The distribution \(\mathcal{B}^n (\lambda)\) satisfies this marginality condition, but so will others.
We now present our main smoothing result.

**Theorem Sketch.** (MuS)
Let \(s \sim \mathcal{D}\) be any random binary vector where each coordinate is marginally \(s_i \sim \mathcal{B}(\lambda)\).
Consider any \(h\) and define \(f(x) = \underset{s \sim \mathcal{D}}{\mathbb{E}}\, h(x \odot s)\), then \(f\) is \(\lambda\)-Lipschitz to the masking of features.

This generic form of \(\mathcal{D}\) has strong implications for efficiently evaluating \(f\): if \(\mathcal{D}\) were coordinate-wise independent (e.g. \(\mathcal{B}^n(\lambda)\)), then one needs \(N = 2^n\) deterministic samples of \(s \sim \mathcal{D}\) to exactly compute \(f(x)\), which may be expensive. We further discuss in our paper how one can construct \(\mathcal{D}\) with statistical dependence to allow for efficient evaluations of \(f\) in \(N \ll 2^n\) samples.

## Empirical Evaluations

To evaluate the practicality of MuS, we ask the following: can MuS obtain non-trivial guarantees in practice? We show that this is indeed the case!

**Experimental Finding**: MuS can achieve non-trivial guarantees on off-the-shelf feature attribution methods and classification models.

Moreover, the stability guarantees are obtained with only a light penalty to accuracy. These results of guarantees are significant, because not only are the formal properties of feature attributions not well known, there are in fact results about their limitations.

In this post we present experiments that test whether one can yield non-trivial guarantees from a popular feature attribution method, SHAP. We select the top-25% scoring features of SHAP to be our explanation method \(\varphi\), we take our classifier \(f\) to be Vision Transformer, and we sample \(N = 2000\) image inputs \(x\) from ImageNet1K. We are interested in the different qualities of guarantees obtained as one varies the smoothing parameter \(\lambda\). Below we plot the fraction of images that satisfy incremental stability (and consistency) up to some radius, where we express this radius as a fraction \(r/n\) of the total features.

For instance with \(\lambda = 1/8\), about \(20\%\) of the samples achieve both consistency and incremental stability with radius \(\geq 1\%\) of the image (\((3 \times 224 \times 224) \times 0.01 \approx 1500\) features). If we omit the consistency requirement, then even more images achieve the same radius. To our knowledge, these are important results: prior to our work there were no formal guarantees for stability-like properties on general feature attribution methods for generic models. In addition, SHAP is not explicitly designed for stability, so it is significant that even a simple modification like top-25% selection can yield non-trivial guarantees. It is future work to investigate feature attribution methods that are better suited to maximizing such guarantees.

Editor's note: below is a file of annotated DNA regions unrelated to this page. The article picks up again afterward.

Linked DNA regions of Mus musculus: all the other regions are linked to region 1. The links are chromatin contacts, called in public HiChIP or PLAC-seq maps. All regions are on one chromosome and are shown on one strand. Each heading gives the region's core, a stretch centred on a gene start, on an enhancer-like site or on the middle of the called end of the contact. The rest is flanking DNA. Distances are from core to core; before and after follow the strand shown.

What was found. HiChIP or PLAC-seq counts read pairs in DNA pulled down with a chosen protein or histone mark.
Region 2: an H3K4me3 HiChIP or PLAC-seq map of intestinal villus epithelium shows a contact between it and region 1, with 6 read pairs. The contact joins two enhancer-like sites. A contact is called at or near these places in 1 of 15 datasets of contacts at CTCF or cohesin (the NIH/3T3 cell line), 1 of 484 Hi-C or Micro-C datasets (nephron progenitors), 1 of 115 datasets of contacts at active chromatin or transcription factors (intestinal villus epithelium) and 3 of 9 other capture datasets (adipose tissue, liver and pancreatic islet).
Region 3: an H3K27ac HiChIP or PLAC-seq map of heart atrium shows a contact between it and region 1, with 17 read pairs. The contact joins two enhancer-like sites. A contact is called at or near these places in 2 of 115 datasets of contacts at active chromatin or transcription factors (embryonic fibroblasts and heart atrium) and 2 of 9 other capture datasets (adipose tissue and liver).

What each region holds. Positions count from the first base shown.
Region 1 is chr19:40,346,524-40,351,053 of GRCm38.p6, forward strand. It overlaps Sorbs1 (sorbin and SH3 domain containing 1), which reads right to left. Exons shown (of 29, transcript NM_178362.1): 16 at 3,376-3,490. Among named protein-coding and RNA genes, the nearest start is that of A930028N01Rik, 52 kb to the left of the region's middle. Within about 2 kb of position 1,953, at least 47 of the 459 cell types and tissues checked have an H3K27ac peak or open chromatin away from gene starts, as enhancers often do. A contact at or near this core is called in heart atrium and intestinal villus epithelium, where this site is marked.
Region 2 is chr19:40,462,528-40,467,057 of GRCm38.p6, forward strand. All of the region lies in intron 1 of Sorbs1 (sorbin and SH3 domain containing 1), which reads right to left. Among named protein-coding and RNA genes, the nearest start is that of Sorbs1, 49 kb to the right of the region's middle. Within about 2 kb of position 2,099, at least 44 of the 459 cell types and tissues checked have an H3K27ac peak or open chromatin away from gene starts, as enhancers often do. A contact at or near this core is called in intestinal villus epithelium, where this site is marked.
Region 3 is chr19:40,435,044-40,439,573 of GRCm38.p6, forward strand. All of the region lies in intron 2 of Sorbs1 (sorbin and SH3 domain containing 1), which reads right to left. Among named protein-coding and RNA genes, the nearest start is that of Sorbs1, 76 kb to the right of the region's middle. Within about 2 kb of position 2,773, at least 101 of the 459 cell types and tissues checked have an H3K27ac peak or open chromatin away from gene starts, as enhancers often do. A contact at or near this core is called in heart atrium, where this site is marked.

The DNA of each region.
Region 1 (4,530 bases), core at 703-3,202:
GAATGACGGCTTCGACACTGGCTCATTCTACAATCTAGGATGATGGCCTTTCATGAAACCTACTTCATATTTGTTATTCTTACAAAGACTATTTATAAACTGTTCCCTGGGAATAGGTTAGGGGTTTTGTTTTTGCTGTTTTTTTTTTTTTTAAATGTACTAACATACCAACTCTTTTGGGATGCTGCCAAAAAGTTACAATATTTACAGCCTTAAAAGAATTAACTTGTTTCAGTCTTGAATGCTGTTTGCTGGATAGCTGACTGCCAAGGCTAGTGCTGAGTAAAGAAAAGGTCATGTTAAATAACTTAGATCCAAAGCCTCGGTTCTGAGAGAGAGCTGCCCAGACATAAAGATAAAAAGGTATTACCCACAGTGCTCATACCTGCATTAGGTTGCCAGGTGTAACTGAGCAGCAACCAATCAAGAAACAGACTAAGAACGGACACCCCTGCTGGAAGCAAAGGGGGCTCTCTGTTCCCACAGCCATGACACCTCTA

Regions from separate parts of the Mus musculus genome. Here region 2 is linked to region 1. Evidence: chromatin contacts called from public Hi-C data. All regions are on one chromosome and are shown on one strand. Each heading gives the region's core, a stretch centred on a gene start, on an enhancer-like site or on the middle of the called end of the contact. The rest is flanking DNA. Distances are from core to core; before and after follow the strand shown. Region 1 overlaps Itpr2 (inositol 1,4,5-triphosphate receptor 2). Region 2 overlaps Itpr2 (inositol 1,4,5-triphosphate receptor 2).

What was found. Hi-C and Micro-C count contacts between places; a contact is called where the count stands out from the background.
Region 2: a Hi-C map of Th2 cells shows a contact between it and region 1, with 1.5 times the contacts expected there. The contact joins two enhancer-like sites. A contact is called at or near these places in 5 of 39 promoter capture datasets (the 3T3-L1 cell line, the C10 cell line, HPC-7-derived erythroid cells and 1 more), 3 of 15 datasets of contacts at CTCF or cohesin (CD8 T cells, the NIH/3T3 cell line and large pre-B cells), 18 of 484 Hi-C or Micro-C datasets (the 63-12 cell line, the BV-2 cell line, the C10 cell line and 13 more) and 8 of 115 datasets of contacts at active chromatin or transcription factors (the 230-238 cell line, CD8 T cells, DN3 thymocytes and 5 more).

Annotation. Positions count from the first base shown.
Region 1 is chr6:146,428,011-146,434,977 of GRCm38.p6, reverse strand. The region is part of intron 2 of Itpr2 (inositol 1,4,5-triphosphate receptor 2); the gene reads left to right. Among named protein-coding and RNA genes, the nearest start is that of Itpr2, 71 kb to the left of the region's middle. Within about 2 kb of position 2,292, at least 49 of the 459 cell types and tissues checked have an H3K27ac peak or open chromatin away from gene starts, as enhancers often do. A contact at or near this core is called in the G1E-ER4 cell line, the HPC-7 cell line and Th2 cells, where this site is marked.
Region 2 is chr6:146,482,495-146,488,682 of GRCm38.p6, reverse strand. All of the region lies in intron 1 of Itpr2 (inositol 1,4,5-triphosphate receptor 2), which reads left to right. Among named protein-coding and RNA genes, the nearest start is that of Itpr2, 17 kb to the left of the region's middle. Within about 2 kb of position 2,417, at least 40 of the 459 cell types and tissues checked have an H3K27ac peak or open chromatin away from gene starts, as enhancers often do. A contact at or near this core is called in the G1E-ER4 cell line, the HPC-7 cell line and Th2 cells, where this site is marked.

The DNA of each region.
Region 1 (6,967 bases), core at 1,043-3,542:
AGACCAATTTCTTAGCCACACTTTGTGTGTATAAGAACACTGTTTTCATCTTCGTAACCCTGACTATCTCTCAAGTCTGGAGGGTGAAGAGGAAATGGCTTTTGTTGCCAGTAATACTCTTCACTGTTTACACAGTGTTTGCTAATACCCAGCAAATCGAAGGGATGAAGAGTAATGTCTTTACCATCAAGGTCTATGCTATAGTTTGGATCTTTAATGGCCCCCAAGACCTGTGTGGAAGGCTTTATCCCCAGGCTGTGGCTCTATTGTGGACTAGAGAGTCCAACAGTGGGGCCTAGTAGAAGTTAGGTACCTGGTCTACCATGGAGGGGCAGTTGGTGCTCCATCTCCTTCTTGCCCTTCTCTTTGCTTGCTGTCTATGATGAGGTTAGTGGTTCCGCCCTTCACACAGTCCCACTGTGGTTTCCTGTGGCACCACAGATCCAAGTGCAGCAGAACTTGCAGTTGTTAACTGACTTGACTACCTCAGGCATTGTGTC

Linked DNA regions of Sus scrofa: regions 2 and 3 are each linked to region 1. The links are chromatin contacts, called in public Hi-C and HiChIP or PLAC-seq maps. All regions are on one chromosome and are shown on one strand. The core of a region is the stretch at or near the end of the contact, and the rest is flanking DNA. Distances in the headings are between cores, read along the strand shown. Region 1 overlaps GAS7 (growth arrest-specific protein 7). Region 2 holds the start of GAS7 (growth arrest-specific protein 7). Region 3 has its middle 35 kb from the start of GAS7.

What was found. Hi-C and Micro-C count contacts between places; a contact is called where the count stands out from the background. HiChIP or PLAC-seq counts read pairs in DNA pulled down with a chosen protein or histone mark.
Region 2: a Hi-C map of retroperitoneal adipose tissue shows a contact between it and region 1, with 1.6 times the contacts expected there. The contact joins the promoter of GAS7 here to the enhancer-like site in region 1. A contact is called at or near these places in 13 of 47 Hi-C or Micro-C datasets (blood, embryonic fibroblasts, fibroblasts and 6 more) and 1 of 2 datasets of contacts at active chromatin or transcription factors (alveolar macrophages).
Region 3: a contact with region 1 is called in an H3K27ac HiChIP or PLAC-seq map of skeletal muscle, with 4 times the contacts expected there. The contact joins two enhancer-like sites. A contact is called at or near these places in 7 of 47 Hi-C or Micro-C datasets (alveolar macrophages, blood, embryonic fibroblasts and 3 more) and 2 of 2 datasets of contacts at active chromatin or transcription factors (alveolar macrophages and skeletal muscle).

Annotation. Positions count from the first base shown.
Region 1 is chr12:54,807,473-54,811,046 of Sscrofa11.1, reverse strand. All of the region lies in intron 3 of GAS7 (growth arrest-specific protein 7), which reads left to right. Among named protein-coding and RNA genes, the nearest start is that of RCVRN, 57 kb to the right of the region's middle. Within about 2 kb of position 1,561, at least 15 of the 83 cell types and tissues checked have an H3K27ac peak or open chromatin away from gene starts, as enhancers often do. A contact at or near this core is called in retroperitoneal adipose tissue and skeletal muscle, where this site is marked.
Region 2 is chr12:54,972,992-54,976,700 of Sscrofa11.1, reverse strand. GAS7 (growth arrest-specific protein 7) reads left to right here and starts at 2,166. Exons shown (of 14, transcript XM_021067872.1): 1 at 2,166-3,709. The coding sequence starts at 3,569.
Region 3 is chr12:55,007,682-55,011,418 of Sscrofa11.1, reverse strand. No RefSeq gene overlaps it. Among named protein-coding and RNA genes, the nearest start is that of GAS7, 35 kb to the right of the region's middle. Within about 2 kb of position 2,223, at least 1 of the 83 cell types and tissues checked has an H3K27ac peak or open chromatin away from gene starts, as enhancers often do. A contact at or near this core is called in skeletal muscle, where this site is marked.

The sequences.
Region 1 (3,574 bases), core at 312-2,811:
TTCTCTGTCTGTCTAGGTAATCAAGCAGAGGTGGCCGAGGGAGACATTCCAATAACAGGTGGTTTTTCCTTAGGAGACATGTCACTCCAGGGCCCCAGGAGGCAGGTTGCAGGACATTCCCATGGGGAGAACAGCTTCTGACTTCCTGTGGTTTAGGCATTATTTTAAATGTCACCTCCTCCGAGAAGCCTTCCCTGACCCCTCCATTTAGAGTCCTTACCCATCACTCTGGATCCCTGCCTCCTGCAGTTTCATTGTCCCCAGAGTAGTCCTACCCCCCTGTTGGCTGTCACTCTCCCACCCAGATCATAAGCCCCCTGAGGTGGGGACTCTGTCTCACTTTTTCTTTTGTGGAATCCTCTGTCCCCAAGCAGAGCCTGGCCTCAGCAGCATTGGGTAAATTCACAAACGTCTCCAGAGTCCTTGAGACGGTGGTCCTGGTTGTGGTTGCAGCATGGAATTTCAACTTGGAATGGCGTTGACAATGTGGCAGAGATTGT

We remark there is an upper-bound on the radius of stability MuS can guarantee: we will always have a radius of \(r \leq 1 / (2 \lambda)\), which explains why curves for the same value of \(\lambda\) have the same zero-points. This upper-bound is because our results for smoothing requires that the classifier \(f\) be bounded, and we pick a range of \([0,1]^m\) without loss of generality. To work around this theoretical limitation, we present in our paper some parametrization strategies that allow for greater radii of stability.

Finally, we refer to our paper for a comprehensive suite of experiments that evaluate the effectiveness of MuS across vision and language models along with different feature attribution methods.

## Conclusion

In this post we presented stability guarantees as a formal property for feature attribution methods: a selection of features is stable if the additional inclusion of other features do not alter its induced class. We showed that if the classifier is Lipschitz with respect to the masking of features, then one can guarantee incremental stability. To achieve this Lipschitz smoothness we developed a smoothing method called Multiplicative Smoothing (MuS) and analyzed its theoretical properties. We showed that MuS achieves non-trivial stability guarantees on existing feature attribution methods and classifier models.

### Citation

@misc{xue2023stability,

author = {Anton Xue and Rajeev Alur and Eric Wong},

title = {Stability Guarantees for Feature Attributions with Multiplicative Smoothing},

year = {2023},

eprint = {2307.05902},

archivePrefix = {arXiv},

primaryClass = {cs.LG}

}